Fig. 8 shows that as the permeability increases and the net gas pay increases, the abandonment pressure in the reservoir, when the economic limit is reached, decreases. The data in Fig. 9 illustrate the recovery efficiencies for the same cases as shown in Fig. 8. For thick, high permeability reservoirs, the recovery efficiency can be 80% or more of the OGIP. However, as the value of permeability decreases below a value of 0.1 md, the recovery efficiency decreases substantially. For the case in which the net gas pay was only 25 ft and the permeability was between 0.02 and 0.1 md, the recovery efficiency varied from 0 to 45% of the OGIP. The data in Figs. 8 and 9 are for semisteady-state radial flow. Fig. 10 illustrates the effect of a hydraulic fracture on the recovery efficiency for the 25 feet of net gas pay case. It is clear that a hydraulic fracture that extends out to 40% of the drainage area substantially increases the recovery of gas in a tight gas reservoir.

In-situ stress correlations

It is important to generate correlations between logs, cores, and measured values of in-situ stress. The values of in-situ stress are very important to the engineer planning the well completion and stimulation treatment. The engineer can usually correlate values of in-situ stress measured from pump-in tests with data measured using logs and cores. A common equation used to correlate lithology (using Poisson’s ratio) with the in-situ stress is given in Eq. 11.



σmin = the minimum horizontal stress (in-situ stress),
ν = Poisson’

s ratio,

σ1 = overburden stress,
α = Biot’

s constant,

σp = reservoir fluid pressure (pore pressure),
σext = tectonic stress.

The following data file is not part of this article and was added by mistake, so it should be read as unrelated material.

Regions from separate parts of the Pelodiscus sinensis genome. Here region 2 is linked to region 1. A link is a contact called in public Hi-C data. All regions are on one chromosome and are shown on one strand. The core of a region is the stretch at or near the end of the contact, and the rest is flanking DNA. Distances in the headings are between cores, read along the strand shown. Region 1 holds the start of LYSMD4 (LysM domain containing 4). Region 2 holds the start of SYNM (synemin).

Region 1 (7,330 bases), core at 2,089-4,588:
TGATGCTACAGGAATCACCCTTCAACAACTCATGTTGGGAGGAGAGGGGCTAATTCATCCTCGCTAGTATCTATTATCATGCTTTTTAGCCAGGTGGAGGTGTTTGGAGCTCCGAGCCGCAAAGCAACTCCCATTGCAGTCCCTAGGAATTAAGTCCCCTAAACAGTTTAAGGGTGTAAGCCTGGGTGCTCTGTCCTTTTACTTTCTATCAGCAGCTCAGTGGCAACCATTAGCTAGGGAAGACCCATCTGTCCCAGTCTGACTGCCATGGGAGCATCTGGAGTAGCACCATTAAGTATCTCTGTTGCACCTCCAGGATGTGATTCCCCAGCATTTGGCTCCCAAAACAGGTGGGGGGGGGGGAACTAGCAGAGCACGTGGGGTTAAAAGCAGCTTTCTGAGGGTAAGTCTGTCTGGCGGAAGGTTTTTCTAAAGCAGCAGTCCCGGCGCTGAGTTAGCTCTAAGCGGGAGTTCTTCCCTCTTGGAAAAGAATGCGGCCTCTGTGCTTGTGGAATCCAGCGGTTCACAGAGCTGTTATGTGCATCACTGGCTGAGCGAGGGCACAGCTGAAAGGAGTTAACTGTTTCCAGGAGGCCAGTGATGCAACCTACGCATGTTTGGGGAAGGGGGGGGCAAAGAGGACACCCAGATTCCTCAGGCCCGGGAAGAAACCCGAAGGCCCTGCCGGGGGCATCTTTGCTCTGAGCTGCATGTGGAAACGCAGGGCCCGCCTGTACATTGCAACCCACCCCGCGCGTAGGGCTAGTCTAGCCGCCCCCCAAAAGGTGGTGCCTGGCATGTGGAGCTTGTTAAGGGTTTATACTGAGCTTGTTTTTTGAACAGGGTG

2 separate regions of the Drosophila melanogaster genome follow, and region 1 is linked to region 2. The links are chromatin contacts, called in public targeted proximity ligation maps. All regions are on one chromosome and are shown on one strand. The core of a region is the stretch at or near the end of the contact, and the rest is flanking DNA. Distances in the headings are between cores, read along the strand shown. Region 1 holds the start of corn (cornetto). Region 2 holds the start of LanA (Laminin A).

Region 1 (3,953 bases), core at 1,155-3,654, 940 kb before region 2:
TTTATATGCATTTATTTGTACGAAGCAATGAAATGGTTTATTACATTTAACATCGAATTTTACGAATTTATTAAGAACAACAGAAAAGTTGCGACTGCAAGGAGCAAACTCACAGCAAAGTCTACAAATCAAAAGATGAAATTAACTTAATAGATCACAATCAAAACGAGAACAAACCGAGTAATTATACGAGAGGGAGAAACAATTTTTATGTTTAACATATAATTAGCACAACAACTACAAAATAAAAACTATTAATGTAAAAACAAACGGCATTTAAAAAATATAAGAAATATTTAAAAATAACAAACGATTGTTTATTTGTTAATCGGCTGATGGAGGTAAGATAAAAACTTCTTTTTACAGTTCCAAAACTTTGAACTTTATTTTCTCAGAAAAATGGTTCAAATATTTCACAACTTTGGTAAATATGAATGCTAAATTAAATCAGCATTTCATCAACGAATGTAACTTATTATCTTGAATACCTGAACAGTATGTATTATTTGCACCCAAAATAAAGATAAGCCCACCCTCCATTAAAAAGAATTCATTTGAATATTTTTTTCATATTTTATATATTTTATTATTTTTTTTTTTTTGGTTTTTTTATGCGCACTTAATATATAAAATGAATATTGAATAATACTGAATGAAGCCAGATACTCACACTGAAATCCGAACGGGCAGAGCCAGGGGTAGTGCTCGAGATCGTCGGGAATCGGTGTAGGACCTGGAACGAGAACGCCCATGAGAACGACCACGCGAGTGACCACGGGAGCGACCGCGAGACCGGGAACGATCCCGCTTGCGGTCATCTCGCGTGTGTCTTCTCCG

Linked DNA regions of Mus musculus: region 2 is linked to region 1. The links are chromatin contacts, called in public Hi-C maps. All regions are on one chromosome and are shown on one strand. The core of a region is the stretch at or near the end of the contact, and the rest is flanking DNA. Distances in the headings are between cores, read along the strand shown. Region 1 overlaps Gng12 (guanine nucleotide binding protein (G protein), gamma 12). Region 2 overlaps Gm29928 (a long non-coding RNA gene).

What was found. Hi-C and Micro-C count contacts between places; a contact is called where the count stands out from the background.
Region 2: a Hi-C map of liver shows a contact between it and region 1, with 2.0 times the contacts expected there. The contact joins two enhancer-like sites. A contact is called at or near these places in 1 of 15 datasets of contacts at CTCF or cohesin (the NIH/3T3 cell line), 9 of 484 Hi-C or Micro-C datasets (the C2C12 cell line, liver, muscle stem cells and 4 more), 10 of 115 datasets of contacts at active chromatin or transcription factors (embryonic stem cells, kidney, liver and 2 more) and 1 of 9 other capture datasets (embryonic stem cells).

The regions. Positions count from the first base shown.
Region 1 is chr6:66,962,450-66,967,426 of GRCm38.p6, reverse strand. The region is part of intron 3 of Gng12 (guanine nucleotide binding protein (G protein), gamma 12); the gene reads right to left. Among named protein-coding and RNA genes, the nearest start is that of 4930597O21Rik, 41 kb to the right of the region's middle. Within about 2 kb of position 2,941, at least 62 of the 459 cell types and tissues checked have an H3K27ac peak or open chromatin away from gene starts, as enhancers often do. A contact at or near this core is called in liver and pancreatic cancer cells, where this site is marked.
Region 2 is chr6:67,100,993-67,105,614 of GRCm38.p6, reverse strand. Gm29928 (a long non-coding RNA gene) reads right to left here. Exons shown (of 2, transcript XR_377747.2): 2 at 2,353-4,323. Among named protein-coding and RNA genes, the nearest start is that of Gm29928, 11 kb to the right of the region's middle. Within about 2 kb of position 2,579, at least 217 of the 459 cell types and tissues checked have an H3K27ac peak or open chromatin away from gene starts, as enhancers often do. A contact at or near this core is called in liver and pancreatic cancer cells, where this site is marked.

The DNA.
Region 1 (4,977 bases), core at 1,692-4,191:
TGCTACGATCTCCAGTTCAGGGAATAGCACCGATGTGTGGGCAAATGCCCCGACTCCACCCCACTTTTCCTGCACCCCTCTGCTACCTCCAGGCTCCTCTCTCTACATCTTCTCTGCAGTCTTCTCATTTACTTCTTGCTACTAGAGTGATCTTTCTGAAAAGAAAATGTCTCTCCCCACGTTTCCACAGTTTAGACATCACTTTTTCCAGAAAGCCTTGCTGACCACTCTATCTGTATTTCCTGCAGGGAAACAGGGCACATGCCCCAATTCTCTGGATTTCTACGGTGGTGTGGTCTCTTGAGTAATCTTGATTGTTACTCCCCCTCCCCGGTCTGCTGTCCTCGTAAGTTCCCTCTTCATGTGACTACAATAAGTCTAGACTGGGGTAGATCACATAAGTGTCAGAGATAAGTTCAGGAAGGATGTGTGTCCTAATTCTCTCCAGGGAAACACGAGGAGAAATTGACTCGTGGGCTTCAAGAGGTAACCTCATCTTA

To use Eq. 11, one must determine the values of Poisson’s ratio using log data. Poisson’s ratio can be correlated with sonic log data or estimated using the lithology of a formation layer. Table 5 illustrates typical ranges for Poisson’s ratio as a function of the lithology. Thus, it is possible to estimate values of Poisson’s ratio from correlations with log data, then use those estimates to compute estimates of in-situ stress.

Another correlation that usually works for tight gas sands is one between the GR log and values of in-situ stress. Gongora[9] used data from the Travis Peak formation collected during the GRI tight-gas-sands research program. Data from two wells, SFE No. 1 and SFE No. 2, are shown in Figs. 7.24 and 7.25. SFE No. 1 was an infill well drilled into the Travis Peak formation. There were several zones that were partially depleted and many other zones that were at original pressure. Thus in Fig. 11, the zones were correlated using both the GR log reading and the reservoir pressure. SFE No. 2 was drilled in a location where little drainage had occurred. As such, the correlation between in-situ stress and the GR log was accomplished using a single correlation, as illustrated in Fig. 12.

The correlations included in this chapter were generated using log, core, and well-test data for the Travis Peak formation; hence, one cannot use these correlations for other formations in other basins around the world. These correlations are included in this chapter to illustrate how values of permeability and in-situ stress can be correlated with log and core data. The methods explained in this chapter can be used to generate other correlations in other formations in other basins.